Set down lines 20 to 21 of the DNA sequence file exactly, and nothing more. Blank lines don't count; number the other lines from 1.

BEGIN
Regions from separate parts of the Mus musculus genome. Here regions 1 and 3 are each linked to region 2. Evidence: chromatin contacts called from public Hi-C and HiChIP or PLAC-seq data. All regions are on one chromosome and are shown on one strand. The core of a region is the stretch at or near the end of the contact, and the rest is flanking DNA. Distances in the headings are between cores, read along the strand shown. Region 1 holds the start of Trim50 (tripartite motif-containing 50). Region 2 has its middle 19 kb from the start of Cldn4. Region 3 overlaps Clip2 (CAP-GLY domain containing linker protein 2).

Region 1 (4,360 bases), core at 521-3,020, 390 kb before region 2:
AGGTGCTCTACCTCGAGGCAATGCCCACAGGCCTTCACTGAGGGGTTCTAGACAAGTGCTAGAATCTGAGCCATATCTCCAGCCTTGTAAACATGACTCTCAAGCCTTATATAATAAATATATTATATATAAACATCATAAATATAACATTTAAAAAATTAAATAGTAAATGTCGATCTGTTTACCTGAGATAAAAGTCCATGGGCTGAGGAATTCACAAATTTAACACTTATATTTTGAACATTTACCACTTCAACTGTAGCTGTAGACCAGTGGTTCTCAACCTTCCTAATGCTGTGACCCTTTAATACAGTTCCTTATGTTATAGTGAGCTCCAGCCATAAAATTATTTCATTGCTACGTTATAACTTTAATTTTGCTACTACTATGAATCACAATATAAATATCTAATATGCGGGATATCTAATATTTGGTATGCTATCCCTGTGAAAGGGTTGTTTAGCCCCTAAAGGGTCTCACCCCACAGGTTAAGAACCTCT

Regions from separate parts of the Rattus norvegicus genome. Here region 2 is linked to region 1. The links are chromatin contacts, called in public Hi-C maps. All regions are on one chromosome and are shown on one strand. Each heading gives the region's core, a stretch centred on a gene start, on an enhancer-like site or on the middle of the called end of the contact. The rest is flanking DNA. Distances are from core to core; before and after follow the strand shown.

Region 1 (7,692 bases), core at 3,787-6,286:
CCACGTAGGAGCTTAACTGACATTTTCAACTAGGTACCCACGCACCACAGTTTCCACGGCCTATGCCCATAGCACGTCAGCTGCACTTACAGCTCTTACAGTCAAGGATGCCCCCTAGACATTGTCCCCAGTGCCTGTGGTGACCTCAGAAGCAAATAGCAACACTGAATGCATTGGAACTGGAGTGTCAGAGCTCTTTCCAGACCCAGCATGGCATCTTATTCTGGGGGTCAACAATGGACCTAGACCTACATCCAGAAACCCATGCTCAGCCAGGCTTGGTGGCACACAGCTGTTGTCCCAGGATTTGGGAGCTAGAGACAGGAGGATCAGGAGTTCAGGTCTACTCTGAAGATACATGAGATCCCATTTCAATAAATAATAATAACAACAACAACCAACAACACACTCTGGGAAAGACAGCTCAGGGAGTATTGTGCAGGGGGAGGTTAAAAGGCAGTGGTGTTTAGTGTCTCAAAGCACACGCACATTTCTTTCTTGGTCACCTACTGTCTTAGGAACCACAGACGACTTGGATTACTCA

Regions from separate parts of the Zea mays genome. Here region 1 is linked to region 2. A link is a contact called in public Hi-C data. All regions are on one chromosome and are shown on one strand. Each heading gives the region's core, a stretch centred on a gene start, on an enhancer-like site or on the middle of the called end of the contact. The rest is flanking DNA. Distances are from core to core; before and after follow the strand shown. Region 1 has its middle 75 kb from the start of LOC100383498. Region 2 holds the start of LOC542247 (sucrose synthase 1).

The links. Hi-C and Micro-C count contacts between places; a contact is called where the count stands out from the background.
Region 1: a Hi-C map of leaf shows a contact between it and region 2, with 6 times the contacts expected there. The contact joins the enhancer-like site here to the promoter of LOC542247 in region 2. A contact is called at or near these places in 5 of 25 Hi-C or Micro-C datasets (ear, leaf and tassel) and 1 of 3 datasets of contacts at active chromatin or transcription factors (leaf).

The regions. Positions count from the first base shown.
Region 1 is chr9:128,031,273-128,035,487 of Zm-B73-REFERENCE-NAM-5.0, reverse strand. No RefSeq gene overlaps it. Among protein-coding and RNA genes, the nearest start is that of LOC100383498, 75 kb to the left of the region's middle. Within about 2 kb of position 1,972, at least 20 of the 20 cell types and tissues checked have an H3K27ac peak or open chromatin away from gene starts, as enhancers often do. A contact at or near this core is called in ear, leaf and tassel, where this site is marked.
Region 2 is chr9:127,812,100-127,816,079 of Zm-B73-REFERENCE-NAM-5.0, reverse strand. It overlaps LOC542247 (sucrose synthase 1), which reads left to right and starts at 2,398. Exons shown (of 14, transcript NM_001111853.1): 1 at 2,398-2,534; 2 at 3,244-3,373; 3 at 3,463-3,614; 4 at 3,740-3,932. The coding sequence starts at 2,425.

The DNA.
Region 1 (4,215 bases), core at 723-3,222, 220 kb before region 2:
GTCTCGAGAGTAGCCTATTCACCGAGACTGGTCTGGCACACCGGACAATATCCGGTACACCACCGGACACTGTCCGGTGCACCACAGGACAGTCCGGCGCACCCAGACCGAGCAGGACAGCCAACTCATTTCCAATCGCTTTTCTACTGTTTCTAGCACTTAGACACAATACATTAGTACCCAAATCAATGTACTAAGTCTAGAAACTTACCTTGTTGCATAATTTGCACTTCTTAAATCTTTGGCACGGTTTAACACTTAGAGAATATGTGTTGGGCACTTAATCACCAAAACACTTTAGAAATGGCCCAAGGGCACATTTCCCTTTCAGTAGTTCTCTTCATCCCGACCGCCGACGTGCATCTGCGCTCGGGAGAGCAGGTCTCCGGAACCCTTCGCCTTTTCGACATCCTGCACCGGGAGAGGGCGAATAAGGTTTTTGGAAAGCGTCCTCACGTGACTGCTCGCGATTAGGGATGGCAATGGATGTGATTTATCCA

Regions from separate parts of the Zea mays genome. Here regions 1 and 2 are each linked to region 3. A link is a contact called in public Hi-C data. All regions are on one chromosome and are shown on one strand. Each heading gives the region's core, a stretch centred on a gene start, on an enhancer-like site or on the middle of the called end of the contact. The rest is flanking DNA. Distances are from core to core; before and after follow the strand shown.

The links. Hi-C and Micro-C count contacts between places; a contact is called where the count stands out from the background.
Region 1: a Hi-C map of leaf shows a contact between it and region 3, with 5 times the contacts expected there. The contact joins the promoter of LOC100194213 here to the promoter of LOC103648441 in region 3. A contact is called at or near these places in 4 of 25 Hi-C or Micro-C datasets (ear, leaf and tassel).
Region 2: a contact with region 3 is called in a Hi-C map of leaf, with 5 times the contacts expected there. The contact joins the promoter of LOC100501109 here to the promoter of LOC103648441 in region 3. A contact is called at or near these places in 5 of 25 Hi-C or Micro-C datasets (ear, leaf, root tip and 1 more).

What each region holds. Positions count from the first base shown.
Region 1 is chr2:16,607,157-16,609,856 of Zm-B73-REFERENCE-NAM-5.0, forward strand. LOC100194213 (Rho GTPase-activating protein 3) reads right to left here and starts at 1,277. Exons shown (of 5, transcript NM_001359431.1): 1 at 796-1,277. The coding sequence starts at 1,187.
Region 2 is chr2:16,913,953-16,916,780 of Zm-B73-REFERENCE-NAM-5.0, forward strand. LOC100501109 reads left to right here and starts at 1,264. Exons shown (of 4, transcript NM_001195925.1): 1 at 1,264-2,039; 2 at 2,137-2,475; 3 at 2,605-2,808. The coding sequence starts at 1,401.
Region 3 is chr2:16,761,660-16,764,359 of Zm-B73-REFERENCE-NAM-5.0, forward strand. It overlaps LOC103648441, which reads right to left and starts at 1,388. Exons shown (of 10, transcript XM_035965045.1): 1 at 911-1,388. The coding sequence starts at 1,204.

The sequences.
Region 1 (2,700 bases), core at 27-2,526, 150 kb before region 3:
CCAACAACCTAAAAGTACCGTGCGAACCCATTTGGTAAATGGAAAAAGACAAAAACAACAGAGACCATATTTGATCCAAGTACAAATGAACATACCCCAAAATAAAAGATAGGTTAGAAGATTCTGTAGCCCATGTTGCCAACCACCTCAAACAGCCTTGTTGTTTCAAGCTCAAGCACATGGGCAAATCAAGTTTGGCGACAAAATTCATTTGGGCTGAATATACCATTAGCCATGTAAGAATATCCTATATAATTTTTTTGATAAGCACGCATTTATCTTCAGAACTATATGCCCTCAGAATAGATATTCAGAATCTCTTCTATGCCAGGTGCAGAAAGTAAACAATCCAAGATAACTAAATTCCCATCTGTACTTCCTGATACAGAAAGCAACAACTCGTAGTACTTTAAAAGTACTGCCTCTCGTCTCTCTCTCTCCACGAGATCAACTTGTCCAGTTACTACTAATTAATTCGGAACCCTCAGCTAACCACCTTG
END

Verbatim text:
What each region holds. Positions count from the first base shown.
Region 1 is chr2:16,607,157-16,609,856 of Zm-B73-REFERENCE-NAM-5.0, forward strand. LOC100194213 (Rho GTPase-activating protein 3) reads right to left here and starts at 1,277. Exons shown (of 5, transcript NM_001359431.1): 1 at 796-1,277. The coding sequence starts at 1,187.